In the November 2016 edition of the VOICE, my Federal Corner column was entitled Child Pornography; The Playpen; The Onion Router (“Tor”); Network Investigative Technique (“NIT”) Warrants; Suppression; and, Confusion in the Courts. I wrote about United States v. Croghan, ___F.Supp.3d___, 2016 WL 4992105 (S.D. Iowa Sept. 19, 2016) and United States v. Werdene, ___F.Supp.3d___, 2016 WL 3002376 (E.D. Pa. May 18, 2016). In these cases, judges from Iowa and Pennsylvania came to different conclusions as to whether evidence seized under the authority of a search warrant issued by a magistrate judge from Virginia should be suppressed.
Croghan and Werdene came out of the FBI’s investigation of “Playpen,” a child pornography website. In January, 2015, FBI agents seized Playpen’s servers and then obtained a warrant from a magistrate judge of the United States District Court for the Eastern District of Virginia. This warrant authorized the agents to install a Network Investigative Technique (“NIT”) to identify the Internet Protocol (“IP”) addresses of the computers that had accessed Playpen.
The NIT was able to collect identifying information from the activating computers of any user or administrator who logged into Playpen by entering a username and password. The activating computer, wherever located, transmitted the information, including the IP address and host name to a government facility in Virginia. The FBI deployed the NIT on Playpen’s servers from February 20, 2015, to March 4, 2015. During these two weeks, some 100,000 users accessed the website.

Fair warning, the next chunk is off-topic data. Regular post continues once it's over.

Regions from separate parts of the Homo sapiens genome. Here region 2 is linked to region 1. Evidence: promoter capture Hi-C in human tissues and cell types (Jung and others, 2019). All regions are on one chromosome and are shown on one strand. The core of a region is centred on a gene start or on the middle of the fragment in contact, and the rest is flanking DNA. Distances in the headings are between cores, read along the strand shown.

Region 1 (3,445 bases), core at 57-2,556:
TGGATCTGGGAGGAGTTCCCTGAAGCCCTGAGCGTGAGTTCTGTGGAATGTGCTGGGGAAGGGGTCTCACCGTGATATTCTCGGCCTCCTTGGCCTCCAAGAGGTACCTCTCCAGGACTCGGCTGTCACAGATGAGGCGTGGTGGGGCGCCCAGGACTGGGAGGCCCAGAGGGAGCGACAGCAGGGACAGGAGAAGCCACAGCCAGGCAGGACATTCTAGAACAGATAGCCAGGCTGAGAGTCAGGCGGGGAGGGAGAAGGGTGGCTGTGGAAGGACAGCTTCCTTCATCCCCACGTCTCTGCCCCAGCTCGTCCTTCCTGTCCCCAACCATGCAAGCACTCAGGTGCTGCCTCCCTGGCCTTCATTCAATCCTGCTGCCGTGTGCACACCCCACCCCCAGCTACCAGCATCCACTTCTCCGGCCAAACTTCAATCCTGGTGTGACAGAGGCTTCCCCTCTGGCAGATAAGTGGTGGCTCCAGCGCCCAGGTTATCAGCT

Almost four years later, on March 3, 2020, the United States Court of Appeals for the Tenth Circuit held that the FBI’s operation of the Playpen website for two weeks, after arresting its operator, in order to determine the identities of website users, was not so outrageous as to violate due process.
This was yet another of the Playpen cases in which FBI agents had seized evidence of child pornography under the authority of that same NIT warrant issued by the magistrate judge from Virginia. United States v. Wagner, ___F.3d___, 2020 WL 1024700 (10th Cir. March 3, 2020) [Panel: Circuit Judges Holmes, Matheson and Bacharach. Opinion by Matheson.] [Note: There are other issues in Wagner but it is the outrageous government conduct issue that I want to focus on.] Judge Matheson’s opinion reads, in part, as follows:
The Factual Background
The FBI seized Playpen’s servers in January 2015 and moved them to a government facility in Virginia. The FBI then hosted the website from this facility, hoping to identify its users.
The FBI obtained a warrant from a magistrate judge in the U.S. District Court for the Eastern District of Virginia (‘NIT Warrant’), which authorized agents to install an NIT on Playpen’s servers to collect identifying information from the ‘activating computers … of any user or administrator who log[ged] into [Playpen] by entering a username and password.’ Supp. App. at 89. The activating computer, ‘wherever located,’ transmitted the information, including its IP address and host name, to the government facility in Virginia.
The FBI deployed the NIT on Playpen’s servers from February 20, 2015 to March 4, 2015, during which 100,000 users accessed the website.
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Playpen user ‘soldiermike’ logged into the website on February 28, 2015. The NIT identified soldiermike’s computer’s host name as ‘SFC-Gunner.’ … It also identified its IP address. Using subpoenaed records from the Tri-County Telephone Association, the FBI traced the IP address to Mr. Wagner and his residence in White City, Kansas.
On September 15, 2015, the FBI obtained a warrant to search Mr. Wagner’s residence from a magistrate judge in the U.S. District Court for the District of Kansas (‘Residence Warrant’). The warrant authorized agents to seize, among other items, computers used to ‘display or access information pertaining to a sexual interest in child pornography’ or to ‘distribute, possess, or receive child pornography.’